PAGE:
Jeff Frederick,  Moses Lake WA

I am adamantly opposed to the plan as written. To pass it must consider and resolve the issues identified in Appendix D. Wolves have serious impacts on livestock, wildlife, the economy and human interactions. For real life examples talk to the citizens within the wolf recovery efforts in Arizona and New Mexico and their reactions to not being able to do anything except watch as wolves rip the guts out of their livestock while still alive. Check with impacts in Idaho and what the wolves have done to wildlife populations. Coyotes are gone, elk herds desimated. Idaho sells 30,000 out of state hunting licenses each year and is a big part of the economy. In 2009, 10,000 tags went unsold and the state lost 1/3 of the normal income from sales of these licenses due to drop in game populations from wolf predations. Recover wolves, but you don't need them wall to wall across the state! Make sure the plan considers all the points in Appendix D and especially a quick reaction to wolf problems and population numbers. Finally, don't be stupid and ignore history. A tremendous effort was made to stop wolves in early America because of their predation and impacts to human populations. This was done for fun but out of necessity to stop a serious problem. Do not pretend that we can now have the wolf back without the serious problems the have caused in history!

Wayne Vinyard,  Glenwood WA





I feel that every Licence buying person in the State should be notified by mail and a vote should determine if Wolves should be allowed to be reintroduced. I personaly feel that the Wolves that are trying to reistablish are an invasive species (not the original native wolf) and should be treated as an invasive species and they should be eliminated before they get established.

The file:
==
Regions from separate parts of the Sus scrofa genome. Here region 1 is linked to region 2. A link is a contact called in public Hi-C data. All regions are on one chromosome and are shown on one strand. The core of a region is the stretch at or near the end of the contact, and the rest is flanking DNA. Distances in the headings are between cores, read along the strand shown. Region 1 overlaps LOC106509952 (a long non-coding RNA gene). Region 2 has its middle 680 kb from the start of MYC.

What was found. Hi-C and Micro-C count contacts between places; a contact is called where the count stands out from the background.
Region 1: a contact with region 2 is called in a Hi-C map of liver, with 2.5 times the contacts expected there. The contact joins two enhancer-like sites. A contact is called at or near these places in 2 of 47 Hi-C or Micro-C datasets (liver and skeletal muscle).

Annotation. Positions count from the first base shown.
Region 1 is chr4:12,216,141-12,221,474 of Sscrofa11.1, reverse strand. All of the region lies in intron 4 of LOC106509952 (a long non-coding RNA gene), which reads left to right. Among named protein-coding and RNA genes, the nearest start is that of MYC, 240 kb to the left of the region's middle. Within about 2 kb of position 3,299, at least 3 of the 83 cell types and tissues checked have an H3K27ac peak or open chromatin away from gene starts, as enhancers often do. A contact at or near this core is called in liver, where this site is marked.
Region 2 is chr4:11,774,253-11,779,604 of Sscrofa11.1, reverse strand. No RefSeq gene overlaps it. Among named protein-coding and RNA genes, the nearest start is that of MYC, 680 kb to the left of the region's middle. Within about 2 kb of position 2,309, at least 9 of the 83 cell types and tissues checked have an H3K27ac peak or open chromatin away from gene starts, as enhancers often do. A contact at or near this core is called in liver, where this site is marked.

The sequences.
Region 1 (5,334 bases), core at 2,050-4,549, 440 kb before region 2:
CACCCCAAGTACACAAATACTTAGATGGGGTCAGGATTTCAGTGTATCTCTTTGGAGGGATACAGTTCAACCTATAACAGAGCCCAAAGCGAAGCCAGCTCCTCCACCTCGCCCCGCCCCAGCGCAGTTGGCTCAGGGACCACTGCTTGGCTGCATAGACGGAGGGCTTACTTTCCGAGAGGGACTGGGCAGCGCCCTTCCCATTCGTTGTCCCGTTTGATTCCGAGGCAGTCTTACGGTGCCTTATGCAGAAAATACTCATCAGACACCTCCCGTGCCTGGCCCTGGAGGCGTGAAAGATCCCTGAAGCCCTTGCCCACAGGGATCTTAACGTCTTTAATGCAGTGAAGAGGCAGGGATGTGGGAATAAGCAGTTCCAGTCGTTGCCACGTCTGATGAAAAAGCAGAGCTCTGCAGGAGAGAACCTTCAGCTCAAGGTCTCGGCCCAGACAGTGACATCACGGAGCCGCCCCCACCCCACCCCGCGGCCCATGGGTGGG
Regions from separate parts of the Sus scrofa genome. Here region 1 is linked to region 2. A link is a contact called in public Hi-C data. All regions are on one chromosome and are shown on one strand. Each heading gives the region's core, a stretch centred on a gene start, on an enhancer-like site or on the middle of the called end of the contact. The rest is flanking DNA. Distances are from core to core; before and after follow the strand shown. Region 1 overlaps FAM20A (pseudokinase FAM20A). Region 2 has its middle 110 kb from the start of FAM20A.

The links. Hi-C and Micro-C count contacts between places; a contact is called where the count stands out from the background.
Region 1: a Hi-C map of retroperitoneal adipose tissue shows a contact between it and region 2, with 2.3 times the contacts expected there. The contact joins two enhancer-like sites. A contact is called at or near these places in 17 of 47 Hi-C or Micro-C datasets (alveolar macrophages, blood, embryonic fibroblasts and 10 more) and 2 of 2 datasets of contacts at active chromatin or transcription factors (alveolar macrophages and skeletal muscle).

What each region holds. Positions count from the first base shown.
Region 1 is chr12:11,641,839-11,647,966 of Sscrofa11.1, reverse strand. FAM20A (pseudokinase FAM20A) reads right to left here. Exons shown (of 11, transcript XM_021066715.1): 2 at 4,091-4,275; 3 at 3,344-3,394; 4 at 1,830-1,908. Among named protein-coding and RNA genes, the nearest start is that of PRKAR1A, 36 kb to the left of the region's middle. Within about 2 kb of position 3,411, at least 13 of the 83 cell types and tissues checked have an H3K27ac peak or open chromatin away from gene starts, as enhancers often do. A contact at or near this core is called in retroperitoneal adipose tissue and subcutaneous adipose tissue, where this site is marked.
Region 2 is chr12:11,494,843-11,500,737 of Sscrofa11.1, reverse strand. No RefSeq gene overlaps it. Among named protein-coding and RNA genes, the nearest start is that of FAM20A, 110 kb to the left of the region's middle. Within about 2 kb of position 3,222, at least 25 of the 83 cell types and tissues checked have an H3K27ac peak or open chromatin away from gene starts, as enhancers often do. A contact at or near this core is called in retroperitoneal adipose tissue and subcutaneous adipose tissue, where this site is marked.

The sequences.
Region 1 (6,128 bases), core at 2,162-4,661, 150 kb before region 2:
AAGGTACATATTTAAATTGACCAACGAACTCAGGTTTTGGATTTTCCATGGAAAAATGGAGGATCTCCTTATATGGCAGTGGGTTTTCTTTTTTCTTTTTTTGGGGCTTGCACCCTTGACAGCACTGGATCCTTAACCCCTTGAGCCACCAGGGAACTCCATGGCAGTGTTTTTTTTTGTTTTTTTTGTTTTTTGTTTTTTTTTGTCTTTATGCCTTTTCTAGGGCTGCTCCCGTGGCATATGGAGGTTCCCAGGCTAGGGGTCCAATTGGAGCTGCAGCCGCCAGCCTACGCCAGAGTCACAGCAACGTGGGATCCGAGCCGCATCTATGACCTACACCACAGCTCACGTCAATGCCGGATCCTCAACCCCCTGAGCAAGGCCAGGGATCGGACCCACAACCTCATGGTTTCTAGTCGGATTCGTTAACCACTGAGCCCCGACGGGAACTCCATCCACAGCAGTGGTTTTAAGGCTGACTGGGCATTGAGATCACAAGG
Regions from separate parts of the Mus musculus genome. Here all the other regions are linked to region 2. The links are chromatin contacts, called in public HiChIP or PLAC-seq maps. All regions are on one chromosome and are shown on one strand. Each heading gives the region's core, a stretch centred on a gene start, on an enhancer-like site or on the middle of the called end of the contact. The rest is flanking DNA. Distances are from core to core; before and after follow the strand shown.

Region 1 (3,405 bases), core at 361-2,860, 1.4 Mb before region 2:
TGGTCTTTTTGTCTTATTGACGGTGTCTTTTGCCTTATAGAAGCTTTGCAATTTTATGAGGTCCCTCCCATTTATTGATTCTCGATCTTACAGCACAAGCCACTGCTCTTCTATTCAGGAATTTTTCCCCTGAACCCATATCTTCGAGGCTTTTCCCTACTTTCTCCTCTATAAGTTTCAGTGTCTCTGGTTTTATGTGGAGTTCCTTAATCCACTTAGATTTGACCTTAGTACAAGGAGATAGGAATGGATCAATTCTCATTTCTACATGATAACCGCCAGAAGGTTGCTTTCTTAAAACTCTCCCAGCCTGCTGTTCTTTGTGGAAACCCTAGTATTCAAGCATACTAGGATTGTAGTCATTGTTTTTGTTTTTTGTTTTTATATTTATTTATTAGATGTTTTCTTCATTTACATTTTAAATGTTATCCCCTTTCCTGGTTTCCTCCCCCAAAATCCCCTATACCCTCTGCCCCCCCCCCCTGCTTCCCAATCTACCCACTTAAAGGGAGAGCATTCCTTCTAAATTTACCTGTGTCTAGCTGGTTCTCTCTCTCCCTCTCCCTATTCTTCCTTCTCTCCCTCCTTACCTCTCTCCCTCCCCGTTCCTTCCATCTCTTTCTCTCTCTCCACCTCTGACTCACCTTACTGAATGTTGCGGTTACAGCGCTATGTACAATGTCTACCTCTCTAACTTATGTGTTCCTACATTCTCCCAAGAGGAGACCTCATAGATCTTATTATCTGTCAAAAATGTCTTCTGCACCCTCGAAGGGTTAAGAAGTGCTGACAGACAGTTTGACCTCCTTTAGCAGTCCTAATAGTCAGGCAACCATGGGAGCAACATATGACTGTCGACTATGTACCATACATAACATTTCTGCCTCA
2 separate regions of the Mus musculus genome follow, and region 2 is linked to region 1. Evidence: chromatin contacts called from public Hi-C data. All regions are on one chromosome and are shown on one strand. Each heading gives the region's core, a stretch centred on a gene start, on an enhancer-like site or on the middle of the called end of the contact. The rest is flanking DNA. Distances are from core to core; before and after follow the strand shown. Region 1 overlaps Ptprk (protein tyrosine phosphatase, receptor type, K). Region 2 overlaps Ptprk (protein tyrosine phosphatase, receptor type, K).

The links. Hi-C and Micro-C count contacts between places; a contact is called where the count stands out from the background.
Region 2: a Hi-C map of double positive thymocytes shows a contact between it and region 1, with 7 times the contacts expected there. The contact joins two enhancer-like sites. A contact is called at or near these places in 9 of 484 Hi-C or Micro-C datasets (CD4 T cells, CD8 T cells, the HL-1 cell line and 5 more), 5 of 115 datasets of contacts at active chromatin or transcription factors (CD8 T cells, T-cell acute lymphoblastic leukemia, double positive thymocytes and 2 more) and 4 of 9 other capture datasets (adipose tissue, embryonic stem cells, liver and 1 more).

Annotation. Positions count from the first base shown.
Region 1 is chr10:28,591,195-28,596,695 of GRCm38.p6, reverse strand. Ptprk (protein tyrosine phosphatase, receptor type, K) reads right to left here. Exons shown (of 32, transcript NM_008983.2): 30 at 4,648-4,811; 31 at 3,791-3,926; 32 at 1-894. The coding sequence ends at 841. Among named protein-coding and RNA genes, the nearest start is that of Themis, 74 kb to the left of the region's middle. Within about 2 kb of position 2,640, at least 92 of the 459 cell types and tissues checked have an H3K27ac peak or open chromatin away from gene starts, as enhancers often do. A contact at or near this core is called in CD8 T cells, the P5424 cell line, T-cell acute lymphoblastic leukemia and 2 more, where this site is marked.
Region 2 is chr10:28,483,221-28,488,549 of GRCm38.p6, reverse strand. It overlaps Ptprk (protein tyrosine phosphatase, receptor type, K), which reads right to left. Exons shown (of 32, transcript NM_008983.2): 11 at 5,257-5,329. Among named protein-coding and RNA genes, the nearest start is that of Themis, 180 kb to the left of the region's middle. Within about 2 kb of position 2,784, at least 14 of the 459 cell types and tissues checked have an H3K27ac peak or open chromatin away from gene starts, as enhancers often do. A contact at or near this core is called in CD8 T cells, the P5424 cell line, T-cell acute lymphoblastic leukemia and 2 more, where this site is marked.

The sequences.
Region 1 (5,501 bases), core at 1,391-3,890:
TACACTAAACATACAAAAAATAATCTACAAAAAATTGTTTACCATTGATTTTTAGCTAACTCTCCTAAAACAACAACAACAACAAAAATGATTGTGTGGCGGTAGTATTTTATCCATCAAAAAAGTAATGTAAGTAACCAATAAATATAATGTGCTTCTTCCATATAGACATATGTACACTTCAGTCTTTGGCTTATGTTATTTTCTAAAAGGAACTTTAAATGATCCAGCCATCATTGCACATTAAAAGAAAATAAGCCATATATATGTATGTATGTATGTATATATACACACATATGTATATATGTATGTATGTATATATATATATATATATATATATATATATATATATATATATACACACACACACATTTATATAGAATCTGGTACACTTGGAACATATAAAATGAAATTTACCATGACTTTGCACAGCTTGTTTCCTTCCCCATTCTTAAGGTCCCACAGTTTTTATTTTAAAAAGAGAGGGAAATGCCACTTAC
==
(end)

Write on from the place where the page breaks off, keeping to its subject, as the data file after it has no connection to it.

John Evans,  Longview WA

I would like to see non-lethal means explored when it comes to management and conflicts. I also would like to see community conflict resolution methods employed that empahsize win-win scenarios.

David Moen,  Oregon City OR

I see nothing but problems for the state,that you are bring on yourselves

bruce oergel,  ellensburg WA

I read of other animals being taken off the endangered species act, but no mention of killing them immediatly after. Idaho and Montana seem unable to make informed decisions.

Jetta Hurst,  Auburn WA



As long as wolf livestock conflict management is carried out in sound reasonable manner I will support it. As stated before I will not support demonization of wolves at the behest of ranchers.

Ryan Alexander Sparks,  Pullman WA

Wolf re-introduction needs to be resisted and preventative actions taken

Michael Korenko,  Carson WA

support a wolf management plan that is strong enough to ensure wolves fully recover—to a population healthy enough to effectively resume their role as top predators in our state's ecosystems


help wolves!don't be selfish,,they're lives!

kun chi lam aileen,  hong kong

Keep wolves out of Washington!

Florence Wheeler,  Vancouver WA

Good work.

Lois Neuman,  Vancouver WA

To plan this Idiotic process that is not working in any State. These Non-Native Canadian Wolves are Dangerous Creatures that Fear Nothing that Walks.

Larry Hill,  Brush Prairie WA

Get rid of the training requirement before you can harass wolves!

Darcy Mitchem,  Toutle Wa WA

Wake up!!

Larry Zalaznik,  Walla Walla WA